Modern-day criminals are still following Willie Sutton's example of going after banks "because there's where the money is."
According to a new report from Websense Security Labs, the average number of attacks against financial services institutions is four times higher than that of companies in other industries.
In addition, a third of all initial-stage reconnaissance attacks target financial institutions, the company reported.
Criminals aren't just going after banks for their money, according to Carl Leonard, principal security analyst at Websense. They're also using banks as a vehicle to reach other victims.
For example, a compromised email account at a bank could allow hackers to leverage the trust that customers have in their bank to reach out to their business and retail customers.
According to Leonard, an email that originates from a real email account looks more realistic to security solutions than one with a spoofed return address.
Plus, if the hackers have access to previous emails, they can better impersonate bank employees.
"They're actually piggybacking on the reputation and trust inherent in that industry sector," said Leonard.
The top three malware threats that financial institutions faced during the first five months of the year were Rerdom, Vawtrack, and Geodo. In particular, the Geodo malware, with its own credential-stealing email worm, was seen 400 percent more often in finance than other industries.
However, attackers frequently switch up their attack methods, according to Websense. For example, there was a large spike in malicious redirection and obfuscation attacks in March. The more targeted short-term campaigns are accompanied by a constant barrage of low-level attacks designed to keep security teams distracted.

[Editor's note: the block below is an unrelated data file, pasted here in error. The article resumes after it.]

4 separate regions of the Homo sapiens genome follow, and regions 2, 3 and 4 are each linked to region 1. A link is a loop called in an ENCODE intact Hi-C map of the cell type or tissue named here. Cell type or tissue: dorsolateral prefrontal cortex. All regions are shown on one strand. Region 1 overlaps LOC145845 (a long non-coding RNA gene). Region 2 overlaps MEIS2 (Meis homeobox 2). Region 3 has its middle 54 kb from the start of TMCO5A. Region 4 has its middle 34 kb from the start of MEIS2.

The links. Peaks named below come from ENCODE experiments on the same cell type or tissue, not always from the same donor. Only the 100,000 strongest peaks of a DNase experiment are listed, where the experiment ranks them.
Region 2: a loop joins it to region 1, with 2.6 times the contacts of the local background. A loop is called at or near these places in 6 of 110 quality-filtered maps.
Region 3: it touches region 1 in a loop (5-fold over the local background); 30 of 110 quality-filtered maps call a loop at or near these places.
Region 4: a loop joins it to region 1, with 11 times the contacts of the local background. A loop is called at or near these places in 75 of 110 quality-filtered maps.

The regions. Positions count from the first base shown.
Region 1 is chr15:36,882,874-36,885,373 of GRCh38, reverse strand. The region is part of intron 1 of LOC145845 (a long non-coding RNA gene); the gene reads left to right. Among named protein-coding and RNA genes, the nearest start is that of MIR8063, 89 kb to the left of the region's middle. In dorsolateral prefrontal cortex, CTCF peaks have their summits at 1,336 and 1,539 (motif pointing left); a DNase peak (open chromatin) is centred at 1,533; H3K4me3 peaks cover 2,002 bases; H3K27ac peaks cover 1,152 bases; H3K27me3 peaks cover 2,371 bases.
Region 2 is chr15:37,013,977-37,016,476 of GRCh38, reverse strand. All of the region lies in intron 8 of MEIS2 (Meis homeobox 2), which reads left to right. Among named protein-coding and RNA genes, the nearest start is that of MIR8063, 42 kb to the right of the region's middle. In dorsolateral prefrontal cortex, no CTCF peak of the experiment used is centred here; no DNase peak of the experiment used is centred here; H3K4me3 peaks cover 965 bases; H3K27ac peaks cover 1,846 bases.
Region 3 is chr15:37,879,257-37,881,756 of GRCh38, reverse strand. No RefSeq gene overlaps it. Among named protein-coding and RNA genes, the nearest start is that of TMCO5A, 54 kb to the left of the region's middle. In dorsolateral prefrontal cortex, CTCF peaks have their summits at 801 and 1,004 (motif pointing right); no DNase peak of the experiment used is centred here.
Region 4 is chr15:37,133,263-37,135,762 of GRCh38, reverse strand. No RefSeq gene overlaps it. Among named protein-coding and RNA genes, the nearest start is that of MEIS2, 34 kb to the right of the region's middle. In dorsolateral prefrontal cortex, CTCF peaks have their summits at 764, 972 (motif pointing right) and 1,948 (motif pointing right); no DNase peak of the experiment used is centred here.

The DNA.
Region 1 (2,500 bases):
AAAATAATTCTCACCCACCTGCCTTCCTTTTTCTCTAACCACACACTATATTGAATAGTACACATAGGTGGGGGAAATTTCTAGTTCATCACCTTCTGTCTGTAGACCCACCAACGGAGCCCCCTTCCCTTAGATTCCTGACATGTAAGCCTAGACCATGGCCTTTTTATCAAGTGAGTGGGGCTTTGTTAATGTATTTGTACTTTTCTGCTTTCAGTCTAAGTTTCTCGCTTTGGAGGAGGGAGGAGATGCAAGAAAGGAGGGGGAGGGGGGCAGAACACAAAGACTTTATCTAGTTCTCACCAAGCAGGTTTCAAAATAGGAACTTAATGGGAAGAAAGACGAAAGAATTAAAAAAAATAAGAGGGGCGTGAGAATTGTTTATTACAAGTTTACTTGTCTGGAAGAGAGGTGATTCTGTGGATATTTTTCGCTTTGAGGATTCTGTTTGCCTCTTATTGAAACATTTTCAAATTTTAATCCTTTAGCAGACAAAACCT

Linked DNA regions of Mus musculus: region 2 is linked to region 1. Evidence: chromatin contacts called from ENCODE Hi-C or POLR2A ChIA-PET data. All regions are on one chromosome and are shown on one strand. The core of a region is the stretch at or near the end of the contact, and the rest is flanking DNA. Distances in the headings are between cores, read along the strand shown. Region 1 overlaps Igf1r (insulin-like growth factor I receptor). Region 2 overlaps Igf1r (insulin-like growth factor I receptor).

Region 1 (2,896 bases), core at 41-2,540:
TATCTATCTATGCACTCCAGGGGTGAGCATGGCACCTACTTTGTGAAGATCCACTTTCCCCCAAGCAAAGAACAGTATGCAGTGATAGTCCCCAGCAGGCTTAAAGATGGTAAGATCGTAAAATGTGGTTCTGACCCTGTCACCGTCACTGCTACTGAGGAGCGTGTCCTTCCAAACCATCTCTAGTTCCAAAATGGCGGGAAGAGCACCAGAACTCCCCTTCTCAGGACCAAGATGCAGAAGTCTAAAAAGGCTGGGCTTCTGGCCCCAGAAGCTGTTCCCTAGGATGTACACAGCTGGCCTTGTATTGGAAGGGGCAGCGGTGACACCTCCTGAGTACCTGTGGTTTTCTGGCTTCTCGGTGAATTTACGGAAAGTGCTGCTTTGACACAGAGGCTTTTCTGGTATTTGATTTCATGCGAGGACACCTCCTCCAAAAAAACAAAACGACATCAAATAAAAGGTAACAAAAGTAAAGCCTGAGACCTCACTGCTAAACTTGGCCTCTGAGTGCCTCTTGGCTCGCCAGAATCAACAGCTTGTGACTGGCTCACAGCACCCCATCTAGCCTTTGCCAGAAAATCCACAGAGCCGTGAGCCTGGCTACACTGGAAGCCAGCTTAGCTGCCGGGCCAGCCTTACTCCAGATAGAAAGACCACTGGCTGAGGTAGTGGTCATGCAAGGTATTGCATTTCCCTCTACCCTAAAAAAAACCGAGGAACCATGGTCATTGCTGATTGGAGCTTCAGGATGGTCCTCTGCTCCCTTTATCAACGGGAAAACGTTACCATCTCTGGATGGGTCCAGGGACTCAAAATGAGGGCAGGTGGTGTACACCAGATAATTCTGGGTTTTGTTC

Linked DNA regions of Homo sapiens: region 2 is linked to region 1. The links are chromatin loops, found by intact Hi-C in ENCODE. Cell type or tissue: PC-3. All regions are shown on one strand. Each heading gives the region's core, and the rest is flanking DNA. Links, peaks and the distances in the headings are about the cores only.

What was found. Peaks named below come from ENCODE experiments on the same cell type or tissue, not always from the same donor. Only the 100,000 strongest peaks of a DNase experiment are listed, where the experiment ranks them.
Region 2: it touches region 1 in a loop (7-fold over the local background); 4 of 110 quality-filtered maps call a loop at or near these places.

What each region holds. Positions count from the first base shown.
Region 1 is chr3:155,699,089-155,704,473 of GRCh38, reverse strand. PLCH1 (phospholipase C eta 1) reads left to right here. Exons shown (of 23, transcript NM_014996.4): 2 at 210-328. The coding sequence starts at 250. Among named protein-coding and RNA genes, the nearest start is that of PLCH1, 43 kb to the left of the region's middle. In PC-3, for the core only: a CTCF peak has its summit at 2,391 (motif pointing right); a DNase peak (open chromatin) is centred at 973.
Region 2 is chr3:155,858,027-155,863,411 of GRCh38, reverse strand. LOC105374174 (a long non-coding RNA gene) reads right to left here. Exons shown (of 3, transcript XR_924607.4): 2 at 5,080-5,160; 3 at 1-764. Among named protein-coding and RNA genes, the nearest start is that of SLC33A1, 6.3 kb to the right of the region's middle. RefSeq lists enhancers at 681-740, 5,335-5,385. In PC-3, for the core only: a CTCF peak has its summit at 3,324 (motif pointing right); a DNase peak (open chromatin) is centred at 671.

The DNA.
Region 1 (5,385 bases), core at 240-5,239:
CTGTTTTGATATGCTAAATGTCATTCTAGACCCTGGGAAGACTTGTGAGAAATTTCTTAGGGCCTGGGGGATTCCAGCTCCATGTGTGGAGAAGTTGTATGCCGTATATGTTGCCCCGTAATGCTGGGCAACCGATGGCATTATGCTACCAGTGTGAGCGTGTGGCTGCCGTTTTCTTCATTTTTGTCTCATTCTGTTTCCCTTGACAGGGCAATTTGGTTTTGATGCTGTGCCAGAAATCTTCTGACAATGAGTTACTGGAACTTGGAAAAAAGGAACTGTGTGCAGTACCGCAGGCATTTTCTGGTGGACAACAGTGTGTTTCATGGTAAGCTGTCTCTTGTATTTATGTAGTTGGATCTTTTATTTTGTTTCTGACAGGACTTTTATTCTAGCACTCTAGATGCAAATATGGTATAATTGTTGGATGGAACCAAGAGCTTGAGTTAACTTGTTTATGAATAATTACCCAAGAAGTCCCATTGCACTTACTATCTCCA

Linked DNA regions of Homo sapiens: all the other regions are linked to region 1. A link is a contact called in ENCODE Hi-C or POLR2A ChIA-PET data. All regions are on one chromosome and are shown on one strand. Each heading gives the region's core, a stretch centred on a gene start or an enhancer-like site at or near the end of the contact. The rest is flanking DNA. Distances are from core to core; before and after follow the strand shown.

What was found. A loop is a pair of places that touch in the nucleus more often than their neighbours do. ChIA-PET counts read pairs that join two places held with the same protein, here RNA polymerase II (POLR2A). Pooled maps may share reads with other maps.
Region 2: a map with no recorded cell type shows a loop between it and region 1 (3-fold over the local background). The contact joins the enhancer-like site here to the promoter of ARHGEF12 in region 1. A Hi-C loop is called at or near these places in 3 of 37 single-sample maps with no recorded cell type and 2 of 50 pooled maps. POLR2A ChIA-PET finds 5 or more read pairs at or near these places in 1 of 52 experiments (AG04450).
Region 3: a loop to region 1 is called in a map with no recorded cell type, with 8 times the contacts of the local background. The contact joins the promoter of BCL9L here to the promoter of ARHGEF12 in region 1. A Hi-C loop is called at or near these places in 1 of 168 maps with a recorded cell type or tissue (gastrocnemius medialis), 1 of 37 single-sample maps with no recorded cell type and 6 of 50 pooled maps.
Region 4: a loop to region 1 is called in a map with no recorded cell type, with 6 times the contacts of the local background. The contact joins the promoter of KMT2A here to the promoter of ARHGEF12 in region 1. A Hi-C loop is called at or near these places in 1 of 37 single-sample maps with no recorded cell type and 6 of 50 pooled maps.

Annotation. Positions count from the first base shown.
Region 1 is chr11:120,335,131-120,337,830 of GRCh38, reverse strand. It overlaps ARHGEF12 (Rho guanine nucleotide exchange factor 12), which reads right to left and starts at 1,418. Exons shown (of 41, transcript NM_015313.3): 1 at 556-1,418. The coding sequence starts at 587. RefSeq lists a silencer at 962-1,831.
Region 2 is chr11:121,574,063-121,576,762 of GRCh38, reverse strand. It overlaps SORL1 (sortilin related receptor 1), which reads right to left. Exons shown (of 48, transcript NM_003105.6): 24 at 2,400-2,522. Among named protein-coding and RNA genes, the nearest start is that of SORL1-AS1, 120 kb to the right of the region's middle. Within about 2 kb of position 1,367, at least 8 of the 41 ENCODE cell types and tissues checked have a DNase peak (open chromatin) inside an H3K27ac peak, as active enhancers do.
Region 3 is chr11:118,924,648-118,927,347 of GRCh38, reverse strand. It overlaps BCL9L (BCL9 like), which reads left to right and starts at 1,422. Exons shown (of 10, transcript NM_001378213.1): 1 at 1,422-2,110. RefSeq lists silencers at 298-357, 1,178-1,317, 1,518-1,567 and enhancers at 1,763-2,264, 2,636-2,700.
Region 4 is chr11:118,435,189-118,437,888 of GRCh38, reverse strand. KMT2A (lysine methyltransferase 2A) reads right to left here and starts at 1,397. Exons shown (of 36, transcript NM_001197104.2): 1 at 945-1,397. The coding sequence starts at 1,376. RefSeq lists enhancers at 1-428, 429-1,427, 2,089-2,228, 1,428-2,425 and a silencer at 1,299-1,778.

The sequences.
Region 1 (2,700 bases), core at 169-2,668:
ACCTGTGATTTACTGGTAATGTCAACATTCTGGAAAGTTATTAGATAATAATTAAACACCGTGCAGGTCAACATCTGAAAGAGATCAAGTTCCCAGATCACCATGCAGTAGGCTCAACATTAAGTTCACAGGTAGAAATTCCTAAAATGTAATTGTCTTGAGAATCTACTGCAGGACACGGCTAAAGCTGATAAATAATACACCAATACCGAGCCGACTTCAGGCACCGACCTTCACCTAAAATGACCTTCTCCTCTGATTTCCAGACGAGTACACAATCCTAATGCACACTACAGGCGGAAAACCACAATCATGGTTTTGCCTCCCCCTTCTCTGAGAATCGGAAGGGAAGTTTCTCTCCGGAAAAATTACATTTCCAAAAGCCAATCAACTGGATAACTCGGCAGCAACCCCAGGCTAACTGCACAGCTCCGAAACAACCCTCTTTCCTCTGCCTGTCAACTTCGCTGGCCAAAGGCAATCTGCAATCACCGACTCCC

Typo-squatting also made a strong comeback this year, now in combination with email-based social engineering tactics, at an average cost of $130,000 per incident.
One of the most effective approaches is to register the .co domain. Other techniques include adding, deleting or transposing characters, or replacing characters with lookalikes such as the the number zero for the letter O.
Instead of waiting for a victim to accidentally stumble onto the fake sites, however, the criminals are using these domains to create email accounts that seem to belong to legitimate company employees.
"They're sending mail from those servers that they set up, to make it look more realistic," Leonard said. The emails are highly customized, and generally target C-level executives in an organization, he added.
But financial services were not the most targeted sector for these attacks, ranking behind manufacturing.
According to Leonard, the likely reason why manufacturing was a bigger target for these kinds of attacks is that the criminals are still in the testing stages.
"Malware authors have been testing this technique since the start of the year, adjusting focus from industry to industry," he said.
They're tweaking the initial payload, the realism of the typo domains, and adapting their techniques as they go along.
"They're experimenting with industries that are not their primary target," he said.
In addition to keeping an eye out for these sorts of attacks, Leonard suggested that banks increase their degree of cooperation with their peers, industry groups, and government agencies.